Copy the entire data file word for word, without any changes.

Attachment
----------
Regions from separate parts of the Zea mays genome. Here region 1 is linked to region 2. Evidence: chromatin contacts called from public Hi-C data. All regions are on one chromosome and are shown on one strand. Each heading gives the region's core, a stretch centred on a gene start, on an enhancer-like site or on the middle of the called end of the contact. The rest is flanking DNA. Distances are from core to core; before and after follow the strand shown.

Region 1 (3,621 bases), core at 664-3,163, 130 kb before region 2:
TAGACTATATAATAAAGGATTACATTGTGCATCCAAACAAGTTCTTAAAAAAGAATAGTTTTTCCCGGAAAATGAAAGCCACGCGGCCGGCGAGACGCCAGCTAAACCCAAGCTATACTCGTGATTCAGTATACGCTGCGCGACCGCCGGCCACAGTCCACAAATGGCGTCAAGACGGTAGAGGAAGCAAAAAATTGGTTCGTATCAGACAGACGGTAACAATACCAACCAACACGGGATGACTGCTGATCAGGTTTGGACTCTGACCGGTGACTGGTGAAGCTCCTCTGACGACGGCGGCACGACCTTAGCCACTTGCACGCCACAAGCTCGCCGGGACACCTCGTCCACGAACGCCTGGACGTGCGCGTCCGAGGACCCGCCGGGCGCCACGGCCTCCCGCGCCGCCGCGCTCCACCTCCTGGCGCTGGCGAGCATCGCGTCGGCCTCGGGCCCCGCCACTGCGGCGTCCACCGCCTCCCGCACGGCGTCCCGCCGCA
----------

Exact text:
Regions from separate parts of the Zea mays genome. Here region 1 is linked to region 2. Evidence: chromatin contacts called from public Hi-C data. All regions are on one chromosome and are shown on one strand. Each heading gives the region's core, a stretch centred on a gene start, on an enhancer-like site or on the middle of the called end of the contact. The rest is flanking DNA. Distances are from core to core; before and after follow the strand shown.

Region 1 (3,621 bases), core at 664-3,163, 130 kb before region 2:
TAGACTATATAATAAAGGATTACATTGTGCATCCAAACAAGTTCTTAAAAAAGAATAGTTTTTCCCGGAAAATGAAAGCCACGCGGCCGGCGAGACGCCAGCTAAACCCAAGCTATACTCGTGATTCAGTATACGCTGCGCGACCGCCGGCCACAGTCCACAAATGGCGTCAAGACGGTAGAGGAAGCAAAAAATTGGTTCGTATCAGACAGACGGTAACAATACCAACCAACACGGGATGACTGCTGATCAGGTTTGGACTCTGACCGGTGACTGGTGAAGCTCCTCTGACGACGGCGGCACGACCTTAGCCACTTGCACGCCACAAGCTCGCCGGGACACCTCGTCCACGAACGCCTGGACGTGCGCGTCCGAGGACCCGCCGGGCGCCACGGCCTCCCGCGCCGCCGCGCTCCACCTCCTGGCGCTGGCGAGCATCGCGTCGGCCTCGGGCCCCGCCACTGCGGCGTCCACCGCCTCCCGCACGGCGTCCCGCCGCA